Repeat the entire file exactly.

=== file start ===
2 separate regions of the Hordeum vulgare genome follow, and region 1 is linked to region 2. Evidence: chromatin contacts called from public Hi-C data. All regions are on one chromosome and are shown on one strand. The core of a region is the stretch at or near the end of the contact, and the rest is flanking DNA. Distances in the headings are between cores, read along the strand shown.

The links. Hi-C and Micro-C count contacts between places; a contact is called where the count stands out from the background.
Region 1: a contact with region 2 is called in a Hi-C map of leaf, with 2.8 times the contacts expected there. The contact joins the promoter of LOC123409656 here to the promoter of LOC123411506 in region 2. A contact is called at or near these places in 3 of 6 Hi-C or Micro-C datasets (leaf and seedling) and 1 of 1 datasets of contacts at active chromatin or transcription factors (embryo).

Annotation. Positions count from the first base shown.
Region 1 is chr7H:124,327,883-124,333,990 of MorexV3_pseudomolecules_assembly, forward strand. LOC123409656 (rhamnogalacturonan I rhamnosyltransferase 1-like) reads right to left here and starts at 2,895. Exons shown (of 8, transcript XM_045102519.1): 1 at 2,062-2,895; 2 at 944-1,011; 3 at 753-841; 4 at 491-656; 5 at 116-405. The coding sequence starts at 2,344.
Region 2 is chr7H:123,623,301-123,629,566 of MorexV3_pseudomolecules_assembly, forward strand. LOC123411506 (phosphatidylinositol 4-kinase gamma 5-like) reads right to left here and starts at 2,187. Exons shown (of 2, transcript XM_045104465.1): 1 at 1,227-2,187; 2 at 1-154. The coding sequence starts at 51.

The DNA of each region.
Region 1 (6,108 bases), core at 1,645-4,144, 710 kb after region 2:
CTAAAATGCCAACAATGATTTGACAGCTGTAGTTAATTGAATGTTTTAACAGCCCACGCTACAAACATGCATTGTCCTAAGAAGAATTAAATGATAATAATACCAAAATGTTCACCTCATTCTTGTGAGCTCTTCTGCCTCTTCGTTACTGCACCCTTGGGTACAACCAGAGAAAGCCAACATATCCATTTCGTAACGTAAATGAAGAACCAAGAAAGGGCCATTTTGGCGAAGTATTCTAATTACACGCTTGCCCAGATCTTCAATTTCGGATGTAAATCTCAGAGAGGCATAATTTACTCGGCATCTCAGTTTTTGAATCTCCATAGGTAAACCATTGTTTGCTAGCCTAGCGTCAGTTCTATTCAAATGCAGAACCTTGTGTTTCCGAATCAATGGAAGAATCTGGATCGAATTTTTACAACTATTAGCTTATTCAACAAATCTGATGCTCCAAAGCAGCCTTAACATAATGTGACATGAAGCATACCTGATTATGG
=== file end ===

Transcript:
2 separate regions of the Hordeum vulgare genome follow, and region 1 is linked to region 2. Evidence: chromatin contacts called from public Hi-C data. All regions are on one chromosome and are shown on one strand. The core of a region is the stretch at or near the end of the contact, and the rest is flanking DNA. Distances in the headings are between cores, read along the strand shown.

The links. Hi-C and Micro-C count contacts between places; a contact is called where the count stands out from the background.
Region 1: a contact with region 2 is called in a Hi-C map of leaf, with 2.8 times the contacts expected there. The contact joins the promoter of LOC123409656 here to the promoter of LOC123411506 in region 2. A contact is called at or near these places in 3 of 6 Hi-C or Micro-C datasets (leaf and seedling) and 1 of 1 datasets of contacts at active chromatin or transcription factors (embryo).

Annotation. Positions count from the first base shown.
Region 1 is chr7H:124,327,883-124,333,990 of MorexV3_pseudomolecules_assembly, forward strand. LOC123409656 (rhamnogalacturonan I rhamnosyltransferase 1-like) reads right to left here and starts at 2,895. Exons shown (of 8, transcript XM_045102519.1): 1 at 2,062-2,895; 2 at 944-1,011; 3 at 753-841; 4 at 491-656; 5 at 116-405. The coding sequence starts at 2,344.
Region 2 is chr7H:123,623,301-123,629,566 of MorexV3_pseudomolecules_assembly, forward strand. LOC123411506 (phosphatidylinositol 4-kinase gamma 5-like) reads right to left here and starts at 2,187. Exons shown (of 2, transcript XM_045104465.1): 1 at 1,227-2,187; 2 at 1-154. The coding sequence starts at 51.

The DNA of each region.
Region 1 (6,108 bases), core at 1,645-4,144, 710 kb after region 2:
CTAAAATGCCAACAATGATTTGACAGCTGTAGTTAATTGAATGTTTTAACAGCCCACGCTACAAACATGCATTGTCCTAAGAAGAATTAAATGATAATAATACCAAAATGTTCACCTCATTCTTGTGAGCTCTTCTGCCTCTTCGTTACTGCACCCTTGGGTACAACCAGAGAAAGCCAACATATCCATTTCGTAACGTAAATGAAGAACCAAGAAAGGGCCATTTTGGCGAAGTATTCTAATTACACGCTTGCCCAGATCTTCAATTTCGGATGTAAATCTCAGAGAGGCATAATTTACTCGGCATCTCAGTTTTTGAATCTCCATAGGTAAACCATTGTTTGCTAGCCTAGCGTCAGTTCTATTCAAATGCAGAACCTTGTGTTTCCGAATCAATGGAAGAATCTGGATCGAATTTTTACAACTATTAGCTTATTCAACAAATCTGATGCTCCAAAGCAGCCTTAACATAATGTGACATGAAGCATACCTGATTATGG